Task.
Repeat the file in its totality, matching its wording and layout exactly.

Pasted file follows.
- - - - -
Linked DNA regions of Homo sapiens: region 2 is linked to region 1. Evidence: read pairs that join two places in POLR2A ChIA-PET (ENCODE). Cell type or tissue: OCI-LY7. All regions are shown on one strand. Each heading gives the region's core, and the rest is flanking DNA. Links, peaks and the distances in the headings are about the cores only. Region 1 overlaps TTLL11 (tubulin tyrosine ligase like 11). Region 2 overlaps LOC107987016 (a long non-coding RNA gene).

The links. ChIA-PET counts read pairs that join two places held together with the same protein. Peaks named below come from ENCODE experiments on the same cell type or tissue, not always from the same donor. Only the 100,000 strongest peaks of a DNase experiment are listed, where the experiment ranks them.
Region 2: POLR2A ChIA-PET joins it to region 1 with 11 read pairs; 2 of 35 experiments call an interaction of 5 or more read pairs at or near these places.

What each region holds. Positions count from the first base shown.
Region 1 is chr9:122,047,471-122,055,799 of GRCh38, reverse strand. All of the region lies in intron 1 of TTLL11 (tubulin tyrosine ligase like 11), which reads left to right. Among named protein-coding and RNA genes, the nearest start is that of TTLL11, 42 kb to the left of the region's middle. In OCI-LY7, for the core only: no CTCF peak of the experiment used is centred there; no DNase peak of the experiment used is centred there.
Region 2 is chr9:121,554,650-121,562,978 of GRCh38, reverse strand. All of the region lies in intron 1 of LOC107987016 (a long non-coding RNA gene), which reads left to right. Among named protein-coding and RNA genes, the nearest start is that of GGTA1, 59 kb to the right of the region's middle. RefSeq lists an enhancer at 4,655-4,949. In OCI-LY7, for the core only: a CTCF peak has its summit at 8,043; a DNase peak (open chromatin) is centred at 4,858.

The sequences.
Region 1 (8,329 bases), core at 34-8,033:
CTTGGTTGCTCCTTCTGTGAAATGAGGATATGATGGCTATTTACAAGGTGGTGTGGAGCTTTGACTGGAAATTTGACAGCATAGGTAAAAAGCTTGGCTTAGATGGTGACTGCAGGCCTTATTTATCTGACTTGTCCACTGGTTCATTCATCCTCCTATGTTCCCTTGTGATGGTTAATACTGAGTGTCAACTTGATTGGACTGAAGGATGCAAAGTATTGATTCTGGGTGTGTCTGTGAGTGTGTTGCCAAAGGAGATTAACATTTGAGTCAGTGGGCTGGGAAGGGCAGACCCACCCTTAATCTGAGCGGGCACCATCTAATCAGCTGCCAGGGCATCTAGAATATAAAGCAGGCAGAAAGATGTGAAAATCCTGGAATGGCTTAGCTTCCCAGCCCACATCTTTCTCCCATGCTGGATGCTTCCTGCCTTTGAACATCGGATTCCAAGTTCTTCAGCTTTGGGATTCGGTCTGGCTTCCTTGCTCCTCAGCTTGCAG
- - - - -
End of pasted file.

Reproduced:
Linked DNA regions of Homo sapiens: region 2 is linked to region 1. Evidence: read pairs that join two places in POLR2A ChIA-PET (ENCODE). Cell type or tissue: OCI-LY7. All regions are shown on one strand. Each heading gives the region's core, and the rest is flanking DNA. Links, peaks and the distances in the headings are about the cores only. Region 1 overlaps TTLL11 (tubulin tyrosine ligase like 11). Region 2 overlaps LOC107987016 (a long non-coding RNA gene).

The links. ChIA-PET counts read pairs that join two places held together with the same protein. Peaks named below come from ENCODE experiments on the same cell type or tissue, not always from the same donor. Only the 100,000 strongest peaks of a DNase experiment are listed, where the experiment ranks them.
Region 2: POLR2A ChIA-PET joins it to region 1 with 11 read pairs; 2 of 35 experiments call an interaction of 5 or more read pairs at or near these places.

What each region holds. Positions count from the first base shown.
Region 1 is chr9:122,047,471-122,055,799 of GRCh38, reverse strand. All of the region lies in intron 1 of TTLL11 (tubulin tyrosine ligase like 11), which reads left to right. Among named protein-coding and RNA genes, the nearest start is that of TTLL11, 42 kb to the left of the region's middle. In OCI-LY7, for the core only: no CTCF peak of the experiment used is centred there; no DNase peak of the experiment used is centred there.
Region 2 is chr9:121,554,650-121,562,978 of GRCh38, reverse strand. All of the region lies in intron 1 of LOC107987016 (a long non-coding RNA gene), which reads left to right. Among named protein-coding and RNA genes, the nearest start is that of GGTA1, 59 kb to the right of the region's middle. RefSeq lists an enhancer at 4,655-4,949. In OCI-LY7, for the core only: a CTCF peak has its summit at 8,043; a DNase peak (open chromatin) is centred at 4,858.

The sequences.
Region 1 (8,329 bases), core at 34-8,033:
CTTGGTTGCTCCTTCTGTGAAATGAGGATATGATGGCTATTTACAAGGTGGTGTGGAGCTTTGACTGGAAATTTGACAGCATAGGTAAAAAGCTTGGCTTAGATGGTGACTGCAGGCCTTATTTATCTGACTTGTCCACTGGTTCATTCATCCTCCTATGTTCCCTTGTGATGGTTAATACTGAGTGTCAACTTGATTGGACTGAAGGATGCAAAGTATTGATTCTGGGTGTGTCTGTGAGTGTGTTGCCAAAGGAGATTAACATTTGAGTCAGTGGGCTGGGAAGGGCAGACCCACCCTTAATCTGAGCGGGCACCATCTAATCAGCTGCCAGGGCATCTAGAATATAAAGCAGGCAGAAAGATGTGAAAATCCTGGAATGGCTTAGCTTCCCAGCCCACATCTTTCTCCCATGCTGGATGCTTCCTGCCTTTGAACATCGGATTCCAAGTTCTTCAGCTTTGGGATTCGGTCTGGCTTCCTTGCTCCTCAGCTTGCAG